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Reading: Running Water in Clarice Lispector's The Besieged City


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Research Article

Running Water in Clarice Lispector's The Besieged City


Johnny Lorenz

Montclair State University, US
About Johnny
Johnny Lorenz is a translator of Brazilian literature, literary critic, poet and professor of English at Montclair State University. His translation of Clarice Lispector's A Breath of Life was a finalist for Best Translated Book Award and his translation of Lispector's The Besieged City was listed as one of the "Best Books of 2019" by Vanity Fair. His honors include a PEN/Heim Translation Fund Grant, a Fulbright, and, most recently, an NEA grant to support his translation of the award-winning novel Crooked Plow by Itamar Vieira Junior. Lorenz's book of poems, Education by Windows, was published by Poets & Traitors Press. His scholarly essays on Machado de Assis, Rubem Fonseca, Clarice Lispector and Mario Quintana have appeared in journals such as Luso-Brazilian Review, Brasil/Brazil and Modern Fiction Studies.
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When, in Clarice Lispector's The Besieged City (1949), our protagonist, Lucrécia, contemplates her relationship with the city of São Geraldo, she pays special attention to water and water infrastructure. Pipes and embankments and viaducts, even the humble faucet – all of this technology of controlling and delivering water becomes a way of conceptualizing the city, but waterworks, I argue, is also an integral part of the text's experiment with vision. Can one see what is there? Can one see the "thing" liberated from our vocabularies? In Chapter 6, in which, supposedly, nothing is happening, Lucrécia is at the faucet, doing the dishes, losing her sense of self as she communes with the city. Later, when she notices a broken faucet in the storeroom, she confronts the thingness of this piece of equipment. To realize the thingness of herself is her most powerful desire. My analysis attempts to complicate feminist readings of The Besieged City by arguing that the text imagines objectification not as a problem, but as a paradoxical attempt at agency. Previous readings approach Lispector's novel as a condemnation of the city; my analysis understands The Besieged City as a representation of the modern sublime.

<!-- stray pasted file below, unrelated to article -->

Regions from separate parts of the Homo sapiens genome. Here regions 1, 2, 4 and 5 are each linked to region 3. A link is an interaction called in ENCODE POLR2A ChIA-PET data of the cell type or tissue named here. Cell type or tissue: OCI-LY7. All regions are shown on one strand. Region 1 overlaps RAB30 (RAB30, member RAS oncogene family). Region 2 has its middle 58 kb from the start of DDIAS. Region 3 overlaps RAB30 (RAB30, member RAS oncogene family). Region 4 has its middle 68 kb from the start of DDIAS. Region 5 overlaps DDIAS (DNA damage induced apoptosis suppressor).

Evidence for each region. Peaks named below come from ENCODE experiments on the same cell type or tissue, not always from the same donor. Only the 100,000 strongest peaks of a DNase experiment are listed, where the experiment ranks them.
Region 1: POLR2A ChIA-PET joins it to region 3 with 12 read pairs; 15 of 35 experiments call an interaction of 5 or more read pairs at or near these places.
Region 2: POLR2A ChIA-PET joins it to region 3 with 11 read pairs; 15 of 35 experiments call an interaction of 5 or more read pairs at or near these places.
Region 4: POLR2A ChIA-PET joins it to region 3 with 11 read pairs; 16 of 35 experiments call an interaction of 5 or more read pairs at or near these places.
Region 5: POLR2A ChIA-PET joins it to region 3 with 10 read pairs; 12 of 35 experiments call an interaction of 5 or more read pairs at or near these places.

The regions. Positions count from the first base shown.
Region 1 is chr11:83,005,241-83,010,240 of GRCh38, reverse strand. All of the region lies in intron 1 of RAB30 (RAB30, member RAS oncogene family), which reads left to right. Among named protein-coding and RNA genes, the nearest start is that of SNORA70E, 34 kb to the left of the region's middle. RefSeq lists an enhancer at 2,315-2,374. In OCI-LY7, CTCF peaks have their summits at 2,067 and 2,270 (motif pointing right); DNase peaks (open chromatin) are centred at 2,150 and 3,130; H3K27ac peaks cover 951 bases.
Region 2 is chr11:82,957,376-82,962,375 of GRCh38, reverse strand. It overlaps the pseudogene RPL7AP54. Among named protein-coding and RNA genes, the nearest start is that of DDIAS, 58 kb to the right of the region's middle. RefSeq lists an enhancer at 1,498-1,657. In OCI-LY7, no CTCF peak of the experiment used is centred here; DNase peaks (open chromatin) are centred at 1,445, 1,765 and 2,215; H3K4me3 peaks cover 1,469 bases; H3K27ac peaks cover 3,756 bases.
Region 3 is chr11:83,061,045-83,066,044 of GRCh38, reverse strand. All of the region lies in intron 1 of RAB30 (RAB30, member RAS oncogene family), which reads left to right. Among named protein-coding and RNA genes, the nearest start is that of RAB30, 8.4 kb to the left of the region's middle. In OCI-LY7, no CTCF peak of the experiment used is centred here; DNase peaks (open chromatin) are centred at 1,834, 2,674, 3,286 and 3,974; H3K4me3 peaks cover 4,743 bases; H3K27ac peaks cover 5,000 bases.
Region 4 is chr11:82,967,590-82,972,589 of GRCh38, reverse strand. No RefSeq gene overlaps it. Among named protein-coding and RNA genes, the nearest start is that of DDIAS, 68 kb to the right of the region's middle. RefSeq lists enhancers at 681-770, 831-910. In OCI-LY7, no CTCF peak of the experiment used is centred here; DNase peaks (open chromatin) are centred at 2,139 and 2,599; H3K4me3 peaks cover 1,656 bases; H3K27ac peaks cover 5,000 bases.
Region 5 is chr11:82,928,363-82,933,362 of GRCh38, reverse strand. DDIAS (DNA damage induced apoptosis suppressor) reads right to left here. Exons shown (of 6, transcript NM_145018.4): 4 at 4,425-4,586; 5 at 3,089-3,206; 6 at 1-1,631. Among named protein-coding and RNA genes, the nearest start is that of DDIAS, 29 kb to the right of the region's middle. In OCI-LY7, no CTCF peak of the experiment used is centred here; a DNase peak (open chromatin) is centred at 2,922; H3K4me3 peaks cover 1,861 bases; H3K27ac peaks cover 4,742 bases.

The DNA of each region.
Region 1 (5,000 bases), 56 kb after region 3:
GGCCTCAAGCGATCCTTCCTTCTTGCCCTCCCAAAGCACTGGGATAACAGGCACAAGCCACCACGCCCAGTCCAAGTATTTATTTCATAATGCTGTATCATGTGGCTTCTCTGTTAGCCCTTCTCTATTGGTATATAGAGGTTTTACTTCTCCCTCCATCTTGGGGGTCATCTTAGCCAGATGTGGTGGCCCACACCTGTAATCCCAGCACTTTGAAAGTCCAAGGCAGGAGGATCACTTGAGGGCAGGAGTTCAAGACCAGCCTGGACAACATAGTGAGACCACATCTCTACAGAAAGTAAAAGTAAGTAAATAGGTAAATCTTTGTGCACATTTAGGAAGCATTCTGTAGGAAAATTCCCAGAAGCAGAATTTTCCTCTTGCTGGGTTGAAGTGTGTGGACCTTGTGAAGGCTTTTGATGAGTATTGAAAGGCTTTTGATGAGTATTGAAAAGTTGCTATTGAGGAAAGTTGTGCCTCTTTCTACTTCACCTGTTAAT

How to Cite: Lorenz, J., 2021. Running Water in Clarice Lispector's The Besieged City. Latin American Literary Review, 48(97). DOI:
Published on 17 Nov 2021.
Peer Reviewed


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